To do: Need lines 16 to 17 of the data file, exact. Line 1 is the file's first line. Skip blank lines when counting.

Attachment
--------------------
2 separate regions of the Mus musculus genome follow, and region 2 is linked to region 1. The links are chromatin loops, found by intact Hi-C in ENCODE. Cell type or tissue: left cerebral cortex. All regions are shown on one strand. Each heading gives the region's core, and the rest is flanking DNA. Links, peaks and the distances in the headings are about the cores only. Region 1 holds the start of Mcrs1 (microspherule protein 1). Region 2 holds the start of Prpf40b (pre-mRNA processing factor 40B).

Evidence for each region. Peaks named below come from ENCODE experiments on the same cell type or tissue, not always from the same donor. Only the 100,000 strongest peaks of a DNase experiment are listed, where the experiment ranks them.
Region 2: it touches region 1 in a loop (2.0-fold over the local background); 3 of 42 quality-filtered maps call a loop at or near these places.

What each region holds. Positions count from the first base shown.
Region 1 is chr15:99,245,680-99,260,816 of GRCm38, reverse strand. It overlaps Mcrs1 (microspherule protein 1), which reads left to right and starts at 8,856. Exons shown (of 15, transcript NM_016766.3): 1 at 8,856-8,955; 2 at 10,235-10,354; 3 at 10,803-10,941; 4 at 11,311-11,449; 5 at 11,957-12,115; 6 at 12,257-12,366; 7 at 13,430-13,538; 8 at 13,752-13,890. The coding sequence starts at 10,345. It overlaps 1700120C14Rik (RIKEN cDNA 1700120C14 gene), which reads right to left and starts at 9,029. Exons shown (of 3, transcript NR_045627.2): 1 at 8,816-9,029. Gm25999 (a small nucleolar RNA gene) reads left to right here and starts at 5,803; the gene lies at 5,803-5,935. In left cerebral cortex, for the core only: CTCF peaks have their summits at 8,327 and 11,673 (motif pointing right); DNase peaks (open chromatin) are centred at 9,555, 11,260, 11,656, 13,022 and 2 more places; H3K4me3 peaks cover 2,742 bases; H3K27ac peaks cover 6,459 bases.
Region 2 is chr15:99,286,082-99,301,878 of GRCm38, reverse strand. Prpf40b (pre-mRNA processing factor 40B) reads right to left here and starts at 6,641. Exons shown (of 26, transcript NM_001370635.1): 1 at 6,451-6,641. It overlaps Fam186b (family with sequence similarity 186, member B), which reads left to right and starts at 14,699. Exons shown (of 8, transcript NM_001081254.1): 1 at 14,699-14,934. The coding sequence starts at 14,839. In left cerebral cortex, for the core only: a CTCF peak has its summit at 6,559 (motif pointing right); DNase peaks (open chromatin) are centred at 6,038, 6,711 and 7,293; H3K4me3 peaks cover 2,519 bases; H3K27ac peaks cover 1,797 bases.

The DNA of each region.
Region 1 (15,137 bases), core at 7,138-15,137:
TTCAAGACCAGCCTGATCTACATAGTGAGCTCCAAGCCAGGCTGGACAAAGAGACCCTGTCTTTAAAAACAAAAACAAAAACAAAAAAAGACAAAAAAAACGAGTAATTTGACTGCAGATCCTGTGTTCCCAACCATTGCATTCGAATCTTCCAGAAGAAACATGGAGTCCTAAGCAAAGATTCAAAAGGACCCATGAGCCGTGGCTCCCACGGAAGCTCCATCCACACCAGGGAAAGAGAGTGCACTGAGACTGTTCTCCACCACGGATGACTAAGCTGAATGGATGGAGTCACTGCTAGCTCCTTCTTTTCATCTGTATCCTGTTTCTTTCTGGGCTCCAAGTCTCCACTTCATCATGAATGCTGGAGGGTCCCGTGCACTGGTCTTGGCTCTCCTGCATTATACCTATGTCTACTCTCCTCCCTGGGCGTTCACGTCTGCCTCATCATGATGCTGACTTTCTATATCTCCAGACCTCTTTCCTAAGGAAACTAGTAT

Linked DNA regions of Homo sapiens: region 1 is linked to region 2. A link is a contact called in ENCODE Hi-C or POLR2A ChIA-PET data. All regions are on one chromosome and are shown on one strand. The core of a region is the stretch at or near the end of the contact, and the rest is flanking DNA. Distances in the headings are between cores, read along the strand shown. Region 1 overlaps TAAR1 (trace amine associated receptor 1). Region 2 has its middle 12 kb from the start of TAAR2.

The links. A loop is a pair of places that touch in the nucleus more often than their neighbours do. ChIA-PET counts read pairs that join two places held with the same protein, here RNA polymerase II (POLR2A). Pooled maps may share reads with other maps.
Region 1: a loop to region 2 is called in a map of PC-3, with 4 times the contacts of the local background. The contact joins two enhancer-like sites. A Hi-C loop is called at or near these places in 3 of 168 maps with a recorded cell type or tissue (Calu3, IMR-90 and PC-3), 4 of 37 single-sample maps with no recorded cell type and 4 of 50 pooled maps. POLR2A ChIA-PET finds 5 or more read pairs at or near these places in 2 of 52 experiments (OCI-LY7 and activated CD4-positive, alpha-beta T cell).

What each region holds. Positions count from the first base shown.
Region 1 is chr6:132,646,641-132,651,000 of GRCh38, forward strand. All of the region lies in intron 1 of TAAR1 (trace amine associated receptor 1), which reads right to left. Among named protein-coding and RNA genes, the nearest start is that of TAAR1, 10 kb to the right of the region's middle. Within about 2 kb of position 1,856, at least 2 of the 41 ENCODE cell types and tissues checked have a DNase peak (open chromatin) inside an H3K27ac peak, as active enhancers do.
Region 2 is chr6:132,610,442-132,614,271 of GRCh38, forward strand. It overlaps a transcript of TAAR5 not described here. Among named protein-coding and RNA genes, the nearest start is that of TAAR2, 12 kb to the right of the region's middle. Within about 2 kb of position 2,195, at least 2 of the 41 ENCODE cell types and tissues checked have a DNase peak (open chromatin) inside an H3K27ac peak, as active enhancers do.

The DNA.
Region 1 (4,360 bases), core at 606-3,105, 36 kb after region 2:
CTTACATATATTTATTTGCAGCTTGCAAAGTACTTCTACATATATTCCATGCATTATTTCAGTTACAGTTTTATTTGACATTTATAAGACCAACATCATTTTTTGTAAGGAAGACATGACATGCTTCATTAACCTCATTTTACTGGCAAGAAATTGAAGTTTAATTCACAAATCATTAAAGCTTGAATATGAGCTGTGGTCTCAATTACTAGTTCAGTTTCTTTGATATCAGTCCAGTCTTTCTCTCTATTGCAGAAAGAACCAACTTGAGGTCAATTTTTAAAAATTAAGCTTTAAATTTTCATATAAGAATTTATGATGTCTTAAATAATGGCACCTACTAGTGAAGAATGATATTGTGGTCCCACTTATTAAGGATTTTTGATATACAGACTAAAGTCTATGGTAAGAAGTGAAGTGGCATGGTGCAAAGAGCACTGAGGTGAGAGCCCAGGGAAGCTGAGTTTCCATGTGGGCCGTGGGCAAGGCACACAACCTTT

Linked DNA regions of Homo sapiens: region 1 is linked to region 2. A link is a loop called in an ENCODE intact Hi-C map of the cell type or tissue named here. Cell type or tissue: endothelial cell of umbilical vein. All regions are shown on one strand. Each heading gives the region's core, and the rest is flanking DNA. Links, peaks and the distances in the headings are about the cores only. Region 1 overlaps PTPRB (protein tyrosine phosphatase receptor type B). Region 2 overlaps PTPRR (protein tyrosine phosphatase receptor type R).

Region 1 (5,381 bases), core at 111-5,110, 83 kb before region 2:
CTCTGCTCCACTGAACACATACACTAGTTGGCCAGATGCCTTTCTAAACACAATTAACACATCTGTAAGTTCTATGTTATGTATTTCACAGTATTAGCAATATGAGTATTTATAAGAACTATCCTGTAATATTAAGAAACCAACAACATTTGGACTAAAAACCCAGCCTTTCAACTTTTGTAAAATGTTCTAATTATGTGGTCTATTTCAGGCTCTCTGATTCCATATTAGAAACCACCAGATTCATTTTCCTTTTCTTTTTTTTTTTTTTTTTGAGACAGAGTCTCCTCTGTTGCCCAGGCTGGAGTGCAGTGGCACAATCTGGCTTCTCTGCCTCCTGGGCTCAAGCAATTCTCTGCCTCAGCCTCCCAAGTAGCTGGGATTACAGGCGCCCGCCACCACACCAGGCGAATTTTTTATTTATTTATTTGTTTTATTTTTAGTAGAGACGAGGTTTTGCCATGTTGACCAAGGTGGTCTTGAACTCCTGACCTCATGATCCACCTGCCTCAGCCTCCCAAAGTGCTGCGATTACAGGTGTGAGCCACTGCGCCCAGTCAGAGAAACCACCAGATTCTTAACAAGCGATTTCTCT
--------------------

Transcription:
The DNA.
Region 1 (4,360 bases), core at 606-3,105, 36 kb after region 2: